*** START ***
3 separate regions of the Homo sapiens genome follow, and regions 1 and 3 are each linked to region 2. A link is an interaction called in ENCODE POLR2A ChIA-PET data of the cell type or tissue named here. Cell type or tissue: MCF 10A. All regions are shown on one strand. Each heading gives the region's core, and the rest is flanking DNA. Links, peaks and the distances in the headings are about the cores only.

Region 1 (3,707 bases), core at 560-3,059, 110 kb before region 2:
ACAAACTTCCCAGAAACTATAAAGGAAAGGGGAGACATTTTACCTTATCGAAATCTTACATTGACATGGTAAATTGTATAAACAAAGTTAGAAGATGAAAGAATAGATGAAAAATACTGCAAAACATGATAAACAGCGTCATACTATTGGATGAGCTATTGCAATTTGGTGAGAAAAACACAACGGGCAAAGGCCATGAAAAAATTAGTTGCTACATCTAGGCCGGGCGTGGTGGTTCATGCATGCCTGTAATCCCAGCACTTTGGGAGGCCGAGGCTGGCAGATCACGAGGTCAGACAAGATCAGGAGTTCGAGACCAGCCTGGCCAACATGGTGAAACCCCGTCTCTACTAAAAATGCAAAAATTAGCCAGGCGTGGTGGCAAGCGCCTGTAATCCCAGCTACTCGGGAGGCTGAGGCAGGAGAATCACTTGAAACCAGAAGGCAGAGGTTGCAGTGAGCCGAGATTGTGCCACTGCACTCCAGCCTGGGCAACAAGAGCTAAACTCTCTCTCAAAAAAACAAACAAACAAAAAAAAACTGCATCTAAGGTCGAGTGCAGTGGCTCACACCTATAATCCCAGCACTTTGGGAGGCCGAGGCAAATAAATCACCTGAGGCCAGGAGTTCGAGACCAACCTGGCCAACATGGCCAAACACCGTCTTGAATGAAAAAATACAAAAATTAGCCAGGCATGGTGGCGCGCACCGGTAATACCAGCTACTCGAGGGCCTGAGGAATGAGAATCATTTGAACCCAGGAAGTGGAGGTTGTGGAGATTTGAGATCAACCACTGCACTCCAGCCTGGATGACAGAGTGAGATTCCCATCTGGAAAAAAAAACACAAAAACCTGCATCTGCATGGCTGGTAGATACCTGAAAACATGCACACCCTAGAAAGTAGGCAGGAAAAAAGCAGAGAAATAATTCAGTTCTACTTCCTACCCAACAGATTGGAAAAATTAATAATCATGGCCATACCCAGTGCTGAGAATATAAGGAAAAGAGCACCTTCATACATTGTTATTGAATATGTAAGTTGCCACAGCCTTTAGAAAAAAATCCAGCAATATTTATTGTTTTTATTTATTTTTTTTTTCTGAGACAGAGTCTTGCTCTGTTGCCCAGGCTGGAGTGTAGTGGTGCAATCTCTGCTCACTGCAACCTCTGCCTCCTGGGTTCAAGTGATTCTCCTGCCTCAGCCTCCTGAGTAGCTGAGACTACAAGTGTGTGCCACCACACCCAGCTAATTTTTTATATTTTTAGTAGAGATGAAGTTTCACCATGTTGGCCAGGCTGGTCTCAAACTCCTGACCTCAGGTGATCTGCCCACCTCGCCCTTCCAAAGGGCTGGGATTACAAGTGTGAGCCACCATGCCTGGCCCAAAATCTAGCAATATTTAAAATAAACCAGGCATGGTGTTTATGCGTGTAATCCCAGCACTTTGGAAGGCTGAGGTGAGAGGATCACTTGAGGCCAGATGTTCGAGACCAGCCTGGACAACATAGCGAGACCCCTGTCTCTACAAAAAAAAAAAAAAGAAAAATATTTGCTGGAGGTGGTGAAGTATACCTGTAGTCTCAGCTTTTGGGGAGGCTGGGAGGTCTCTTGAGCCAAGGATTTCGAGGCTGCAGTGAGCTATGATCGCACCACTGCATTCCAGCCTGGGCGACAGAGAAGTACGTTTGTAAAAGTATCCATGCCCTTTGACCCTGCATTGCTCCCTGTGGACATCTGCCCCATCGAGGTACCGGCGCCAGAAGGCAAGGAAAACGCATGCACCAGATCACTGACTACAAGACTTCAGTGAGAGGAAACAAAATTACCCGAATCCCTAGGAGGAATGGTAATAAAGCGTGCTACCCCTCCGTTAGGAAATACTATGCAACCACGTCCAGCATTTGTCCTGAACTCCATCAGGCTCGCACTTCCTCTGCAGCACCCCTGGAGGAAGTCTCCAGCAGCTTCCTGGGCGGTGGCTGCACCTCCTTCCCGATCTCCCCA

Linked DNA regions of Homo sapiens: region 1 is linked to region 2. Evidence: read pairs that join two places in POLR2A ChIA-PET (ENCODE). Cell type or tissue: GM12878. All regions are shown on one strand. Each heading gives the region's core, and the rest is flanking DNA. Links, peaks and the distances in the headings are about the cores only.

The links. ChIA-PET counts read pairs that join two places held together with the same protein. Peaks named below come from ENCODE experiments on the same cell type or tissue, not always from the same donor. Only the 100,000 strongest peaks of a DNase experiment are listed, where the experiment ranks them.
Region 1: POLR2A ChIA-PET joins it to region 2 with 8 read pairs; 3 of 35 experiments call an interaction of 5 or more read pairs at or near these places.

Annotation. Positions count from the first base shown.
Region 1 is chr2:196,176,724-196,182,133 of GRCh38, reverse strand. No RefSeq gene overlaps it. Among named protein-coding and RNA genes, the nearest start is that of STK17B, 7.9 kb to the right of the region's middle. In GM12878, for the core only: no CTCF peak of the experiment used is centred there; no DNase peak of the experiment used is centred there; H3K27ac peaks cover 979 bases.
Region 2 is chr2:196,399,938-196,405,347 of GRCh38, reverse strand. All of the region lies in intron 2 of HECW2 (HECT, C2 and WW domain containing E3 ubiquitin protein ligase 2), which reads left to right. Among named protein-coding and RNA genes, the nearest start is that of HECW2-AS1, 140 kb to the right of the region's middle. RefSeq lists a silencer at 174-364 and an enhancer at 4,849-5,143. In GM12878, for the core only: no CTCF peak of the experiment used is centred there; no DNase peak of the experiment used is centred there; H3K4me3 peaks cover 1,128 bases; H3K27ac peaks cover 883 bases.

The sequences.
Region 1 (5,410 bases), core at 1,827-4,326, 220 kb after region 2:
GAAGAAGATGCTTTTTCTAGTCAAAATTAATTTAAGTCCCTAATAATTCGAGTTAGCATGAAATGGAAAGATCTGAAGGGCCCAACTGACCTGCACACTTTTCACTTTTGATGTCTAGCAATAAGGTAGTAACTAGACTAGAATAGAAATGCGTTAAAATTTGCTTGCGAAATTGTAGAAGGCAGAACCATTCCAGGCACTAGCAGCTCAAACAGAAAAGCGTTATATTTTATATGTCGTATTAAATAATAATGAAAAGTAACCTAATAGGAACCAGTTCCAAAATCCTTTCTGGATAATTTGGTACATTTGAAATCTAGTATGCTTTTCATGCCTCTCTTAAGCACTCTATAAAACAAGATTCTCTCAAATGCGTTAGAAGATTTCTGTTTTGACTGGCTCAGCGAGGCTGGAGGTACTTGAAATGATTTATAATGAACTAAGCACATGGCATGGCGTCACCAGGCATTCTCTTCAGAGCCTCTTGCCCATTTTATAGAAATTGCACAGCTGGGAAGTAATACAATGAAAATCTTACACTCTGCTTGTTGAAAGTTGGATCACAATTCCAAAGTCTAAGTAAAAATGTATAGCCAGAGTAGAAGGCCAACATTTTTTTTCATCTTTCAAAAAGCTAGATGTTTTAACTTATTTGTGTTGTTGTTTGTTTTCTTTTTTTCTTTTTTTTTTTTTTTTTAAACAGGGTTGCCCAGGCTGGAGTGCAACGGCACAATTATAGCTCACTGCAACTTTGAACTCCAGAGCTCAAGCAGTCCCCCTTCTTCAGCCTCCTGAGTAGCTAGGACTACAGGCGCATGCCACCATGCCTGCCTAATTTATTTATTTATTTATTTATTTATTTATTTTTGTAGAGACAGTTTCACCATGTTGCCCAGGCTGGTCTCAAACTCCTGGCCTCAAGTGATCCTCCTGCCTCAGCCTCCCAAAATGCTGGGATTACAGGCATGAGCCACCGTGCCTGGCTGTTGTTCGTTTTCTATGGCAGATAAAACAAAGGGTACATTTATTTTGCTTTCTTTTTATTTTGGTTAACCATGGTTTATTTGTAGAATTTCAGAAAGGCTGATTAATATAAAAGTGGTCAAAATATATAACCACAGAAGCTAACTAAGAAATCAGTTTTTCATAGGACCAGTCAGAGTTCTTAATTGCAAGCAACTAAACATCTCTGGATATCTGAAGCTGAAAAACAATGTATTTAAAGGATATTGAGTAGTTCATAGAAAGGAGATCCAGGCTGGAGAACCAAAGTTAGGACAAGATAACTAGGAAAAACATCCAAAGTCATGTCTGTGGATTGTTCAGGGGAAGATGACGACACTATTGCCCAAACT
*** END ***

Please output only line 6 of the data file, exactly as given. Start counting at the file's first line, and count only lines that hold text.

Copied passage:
Region 1: POLR2A ChIA-PET joins it to region 2 with 8 read pairs; 3 of 35 experiments call an interaction of 5 or more read pairs at or near these places.